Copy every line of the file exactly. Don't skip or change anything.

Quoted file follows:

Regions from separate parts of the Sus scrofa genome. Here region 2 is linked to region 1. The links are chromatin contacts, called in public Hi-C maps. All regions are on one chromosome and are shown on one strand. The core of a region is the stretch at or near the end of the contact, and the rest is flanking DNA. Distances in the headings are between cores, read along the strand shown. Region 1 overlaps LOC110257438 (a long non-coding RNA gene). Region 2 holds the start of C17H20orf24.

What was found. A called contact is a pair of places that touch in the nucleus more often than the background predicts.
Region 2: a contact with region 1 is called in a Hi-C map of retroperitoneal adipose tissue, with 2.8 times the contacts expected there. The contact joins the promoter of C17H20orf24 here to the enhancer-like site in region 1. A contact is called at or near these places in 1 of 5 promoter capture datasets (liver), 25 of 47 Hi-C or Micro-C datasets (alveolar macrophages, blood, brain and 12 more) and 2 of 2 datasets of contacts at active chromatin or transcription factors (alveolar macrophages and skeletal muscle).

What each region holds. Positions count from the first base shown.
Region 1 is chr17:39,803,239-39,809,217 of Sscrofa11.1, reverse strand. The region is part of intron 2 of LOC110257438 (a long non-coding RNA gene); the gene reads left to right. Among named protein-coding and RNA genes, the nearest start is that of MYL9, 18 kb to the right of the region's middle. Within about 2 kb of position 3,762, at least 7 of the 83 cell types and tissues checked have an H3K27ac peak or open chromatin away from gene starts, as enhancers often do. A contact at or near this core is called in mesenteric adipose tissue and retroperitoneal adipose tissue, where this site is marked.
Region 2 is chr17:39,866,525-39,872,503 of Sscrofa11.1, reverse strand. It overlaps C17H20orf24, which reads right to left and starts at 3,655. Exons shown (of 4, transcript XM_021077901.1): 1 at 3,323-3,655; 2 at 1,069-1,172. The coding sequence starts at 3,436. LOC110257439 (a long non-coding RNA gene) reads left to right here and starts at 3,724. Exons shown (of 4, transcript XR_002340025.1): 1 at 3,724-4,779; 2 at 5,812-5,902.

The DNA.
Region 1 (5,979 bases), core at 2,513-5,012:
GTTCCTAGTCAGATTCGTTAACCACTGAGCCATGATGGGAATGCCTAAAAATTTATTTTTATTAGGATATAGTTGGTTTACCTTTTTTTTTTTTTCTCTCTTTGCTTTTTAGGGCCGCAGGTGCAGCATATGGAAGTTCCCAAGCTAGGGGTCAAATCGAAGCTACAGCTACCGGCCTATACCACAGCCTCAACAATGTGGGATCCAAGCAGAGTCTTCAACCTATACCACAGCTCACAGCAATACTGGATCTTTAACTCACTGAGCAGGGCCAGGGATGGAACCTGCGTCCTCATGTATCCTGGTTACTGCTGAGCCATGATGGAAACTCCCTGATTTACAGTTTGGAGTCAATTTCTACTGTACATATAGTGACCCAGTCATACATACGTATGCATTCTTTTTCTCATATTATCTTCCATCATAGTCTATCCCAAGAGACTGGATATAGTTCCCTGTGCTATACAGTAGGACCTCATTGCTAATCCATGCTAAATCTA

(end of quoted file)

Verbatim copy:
Regions from separate parts of the Sus scrofa genome. Here region 2 is linked to region 1. The links are chromatin contacts, called in public Hi-C maps. All regions are on one chromosome and are shown on one strand. The core of a region is the stretch at or near the end of the contact, and the rest is flanking DNA. Distances in the headings are between cores, read along the strand shown. Region 1 overlaps LOC110257438 (a long non-coding RNA gene). Region 2 holds the start of C17H20orf24.

What was found. A called contact is a pair of places that touch in the nucleus more often than the background predicts.
Region 2: a contact with region 1 is called in a Hi-C map of retroperitoneal adipose tissue, with 2.8 times the contacts expected there. The contact joins the promoter of C17H20orf24 here to the enhancer-like site in region 1. A contact is called at or near these places in 1 of 5 promoter capture datasets (liver), 25 of 47 Hi-C or Micro-C datasets (alveolar macrophages, blood, brain and 12 more) and 2 of 2 datasets of contacts at active chromatin or transcription factors (alveolar macrophages and skeletal muscle).

What each region holds. Positions count from the first base shown.
Region 1 is chr17:39,803,239-39,809,217 of Sscrofa11.1, reverse strand. The region is part of intron 2 of LOC110257438 (a long non-coding RNA gene); the gene reads left to right. Among named protein-coding and RNA genes, the nearest start is that of MYL9, 18 kb to the right of the region's middle. Within about 2 kb of position 3,762, at least 7 of the 83 cell types and tissues checked have an H3K27ac peak or open chromatin away from gene starts, as enhancers often do. A contact at or near this core is called in mesenteric adipose tissue and retroperitoneal adipose tissue, where this site is marked.
Region 2 is chr17:39,866,525-39,872,503 of Sscrofa11.1, reverse strand. It overlaps C17H20orf24, which reads right to left and starts at 3,655. Exons shown (of 4, transcript XM_021077901.1): 1 at 3,323-3,655; 2 at 1,069-1,172. The coding sequence starts at 3,436. LOC110257439 (a long non-coding RNA gene) reads left to right here and starts at 3,724. Exons shown (of 4, transcript XR_002340025.1): 1 at 3,724-4,779; 2 at 5,812-5,902.

The DNA.
Region 1 (5,979 bases), core at 2,513-5,012:
GTTCCTAGTCAGATTCGTTAACCACTGAGCCATGATGGGAATGCCTAAAAATTTATTTTTATTAGGATATAGTTGGTTTACCTTTTTTTTTTTTTCTCTCTTTGCTTTTTAGGGCCGCAGGTGCAGCATATGGAAGTTCCCAAGCTAGGGGTCAAATCGAAGCTACAGCTACCGGCCTATACCACAGCCTCAACAATGTGGGATCCAAGCAGAGTCTTCAACCTATACCACAGCTCACAGCAATACTGGATCTTTAACTCACTGAGCAGGGCCAGGGATGGAACCTGCGTCCTCATGTATCCTGGTTACTGCTGAGCCATGATGGAAACTCCCTGATTTACAGTTTGGAGTCAATTTCTACTGTACATATAGTGACCCAGTCATACATACGTATGCATTCTTTTTCTCATATTATCTTCCATCATAGTCTATCCCAAGAGACTGGATATAGTTCCCTGTGCTATACAGTAGGACCTCATTGCTAATCCATGCTAAATCTA